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Diabetes: fasting in the wrong place at the wrong time

20 Feb 2015 | By Inserm (Newsroom) | Circulation, metabolism, nutrition

During fasting, in order to cope with nutrient depletion, cells break down their own constituents, a process known as autophagy.

Roméo Ricci’s team at the Institute of Genetics and Molecular and Cellular Biology (CNRS/Inserm/University of Strasbourg) has shown that, during fasting, the pancreatic beta cells, which are responsible for insulin secretion, do not compensate for nutrient deficiencies by the “classic” autophagy mechanism, which is completely suppressed, but by breaking down insulin secretory granules.


© IGBMC. When protein kinase D1 (PKD1) acts (A), insulin, produced by the Golgi bodies in the beta cells, is released by the granules (in yellow, in the diagram and electron micrograph, inset). During fasting (B) and PKD1 inactivation, the insulin granules in the beta cells fuse with the lysosomes (in purple) containing the enzymes needed to degrade insulin; at the same time, mTOR activation suppresses autophagy.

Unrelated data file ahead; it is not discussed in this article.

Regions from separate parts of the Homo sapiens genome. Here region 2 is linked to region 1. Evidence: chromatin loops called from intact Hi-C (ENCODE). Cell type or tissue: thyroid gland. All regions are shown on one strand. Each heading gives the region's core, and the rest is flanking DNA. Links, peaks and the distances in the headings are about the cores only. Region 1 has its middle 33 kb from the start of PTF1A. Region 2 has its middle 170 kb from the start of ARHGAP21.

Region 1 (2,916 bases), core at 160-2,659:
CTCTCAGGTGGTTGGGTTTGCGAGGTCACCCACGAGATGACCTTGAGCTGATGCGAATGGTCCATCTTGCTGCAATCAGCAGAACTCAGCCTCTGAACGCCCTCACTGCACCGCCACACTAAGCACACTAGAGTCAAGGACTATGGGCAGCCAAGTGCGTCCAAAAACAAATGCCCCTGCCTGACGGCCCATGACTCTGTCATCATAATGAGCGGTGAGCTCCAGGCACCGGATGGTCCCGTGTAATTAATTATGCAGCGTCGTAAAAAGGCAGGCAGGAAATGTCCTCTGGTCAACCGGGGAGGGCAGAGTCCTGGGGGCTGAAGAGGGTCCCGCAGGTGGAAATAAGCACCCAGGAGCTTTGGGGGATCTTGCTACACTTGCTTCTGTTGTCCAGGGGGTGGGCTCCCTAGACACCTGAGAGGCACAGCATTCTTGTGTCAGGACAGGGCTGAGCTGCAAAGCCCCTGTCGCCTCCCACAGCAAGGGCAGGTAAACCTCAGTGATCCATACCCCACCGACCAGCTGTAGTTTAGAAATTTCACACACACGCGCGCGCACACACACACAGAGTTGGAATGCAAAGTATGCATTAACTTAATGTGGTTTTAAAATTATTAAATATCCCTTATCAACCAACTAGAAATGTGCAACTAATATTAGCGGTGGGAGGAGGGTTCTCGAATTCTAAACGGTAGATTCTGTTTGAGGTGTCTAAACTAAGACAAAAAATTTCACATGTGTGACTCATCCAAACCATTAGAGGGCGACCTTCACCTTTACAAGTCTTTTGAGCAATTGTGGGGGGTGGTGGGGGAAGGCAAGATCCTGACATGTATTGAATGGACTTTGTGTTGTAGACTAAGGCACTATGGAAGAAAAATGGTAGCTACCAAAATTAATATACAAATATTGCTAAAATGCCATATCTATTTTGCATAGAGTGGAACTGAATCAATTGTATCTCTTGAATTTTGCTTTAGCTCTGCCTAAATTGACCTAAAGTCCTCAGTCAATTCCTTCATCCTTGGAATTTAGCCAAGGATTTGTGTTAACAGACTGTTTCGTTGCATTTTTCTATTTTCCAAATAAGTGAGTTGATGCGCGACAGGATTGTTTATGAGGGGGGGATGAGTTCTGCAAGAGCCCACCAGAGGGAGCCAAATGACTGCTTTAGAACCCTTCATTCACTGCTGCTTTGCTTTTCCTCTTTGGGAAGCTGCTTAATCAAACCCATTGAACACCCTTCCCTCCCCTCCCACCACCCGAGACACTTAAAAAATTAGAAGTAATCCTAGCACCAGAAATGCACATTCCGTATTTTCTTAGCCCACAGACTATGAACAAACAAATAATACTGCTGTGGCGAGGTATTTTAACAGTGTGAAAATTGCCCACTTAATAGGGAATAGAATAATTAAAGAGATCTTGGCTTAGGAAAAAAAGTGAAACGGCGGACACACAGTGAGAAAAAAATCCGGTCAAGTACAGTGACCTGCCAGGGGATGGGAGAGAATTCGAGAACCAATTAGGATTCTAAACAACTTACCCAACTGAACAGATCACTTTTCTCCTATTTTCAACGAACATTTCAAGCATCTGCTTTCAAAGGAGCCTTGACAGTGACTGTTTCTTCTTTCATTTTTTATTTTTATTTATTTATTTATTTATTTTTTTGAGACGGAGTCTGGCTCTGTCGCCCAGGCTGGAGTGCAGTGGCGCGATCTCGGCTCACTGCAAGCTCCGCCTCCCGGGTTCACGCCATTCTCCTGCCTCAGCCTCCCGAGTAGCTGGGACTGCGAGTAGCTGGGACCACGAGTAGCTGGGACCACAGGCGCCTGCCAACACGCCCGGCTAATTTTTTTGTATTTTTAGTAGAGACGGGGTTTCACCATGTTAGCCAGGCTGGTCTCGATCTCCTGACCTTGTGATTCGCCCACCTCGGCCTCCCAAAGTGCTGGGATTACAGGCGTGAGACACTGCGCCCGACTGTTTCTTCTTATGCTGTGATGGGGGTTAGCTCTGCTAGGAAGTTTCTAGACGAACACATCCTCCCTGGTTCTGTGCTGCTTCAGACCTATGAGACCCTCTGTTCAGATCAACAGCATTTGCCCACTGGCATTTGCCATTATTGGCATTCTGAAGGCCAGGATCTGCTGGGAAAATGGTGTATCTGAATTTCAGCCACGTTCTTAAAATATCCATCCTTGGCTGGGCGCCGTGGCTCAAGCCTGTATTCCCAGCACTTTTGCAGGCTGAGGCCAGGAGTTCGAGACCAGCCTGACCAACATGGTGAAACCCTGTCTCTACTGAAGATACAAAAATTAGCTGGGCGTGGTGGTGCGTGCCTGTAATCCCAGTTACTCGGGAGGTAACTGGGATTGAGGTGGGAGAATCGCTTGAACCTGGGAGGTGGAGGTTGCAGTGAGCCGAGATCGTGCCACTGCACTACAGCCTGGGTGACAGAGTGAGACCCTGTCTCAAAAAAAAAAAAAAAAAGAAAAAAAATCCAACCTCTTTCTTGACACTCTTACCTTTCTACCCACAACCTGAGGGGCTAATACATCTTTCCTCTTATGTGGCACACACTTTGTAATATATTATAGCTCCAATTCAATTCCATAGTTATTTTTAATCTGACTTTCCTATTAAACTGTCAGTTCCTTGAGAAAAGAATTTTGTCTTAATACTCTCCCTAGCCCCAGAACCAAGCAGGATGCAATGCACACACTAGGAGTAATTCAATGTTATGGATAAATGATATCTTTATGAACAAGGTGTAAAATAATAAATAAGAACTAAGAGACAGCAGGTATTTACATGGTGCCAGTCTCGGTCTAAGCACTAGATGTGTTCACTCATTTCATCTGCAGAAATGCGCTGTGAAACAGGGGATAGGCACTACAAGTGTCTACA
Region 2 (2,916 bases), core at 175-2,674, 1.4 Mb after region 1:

In type 2 diabetes, insulin secretion by the pancreatic beta cells should be increased to cope with excessively high glucose levels. However, in this disease, the body reacts as though it were fasting. The mechanism discovered by Roméo Ricci’s team, by working against the mechanism of insulin secretion and autophagy, could be involved in the impaired functioning of pancreatic beta cells in type 2 diabetes. These results are published in the 20 February 2015 issue of Science.

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Researcher Contact

Roméo Ricci
Unité Inserm 964 “Institut de Génétique et de Biologie Moléculaire et Cellulaire (IGBMC)” 
Équipe “Signalisation cellulaire dans le métabolisme et l’inflammation” 
03 88 65 35 67

Press Contact

Alexiane Agullo



Insulin Secretory Granules control Autophagy in Pancreatic β cells.
A. Goginashvili, Z. Zhang, E. Erbs, C. Spiegelhalter, P. Kessler, M. Mihlan, A. Pasquier, K. Krupina, N. Schieber, L.Cinque, J. Morvan, I. Sumara, Y. Schwab, C. Settembre, and R. Ricci.

Science, 20 février 2015.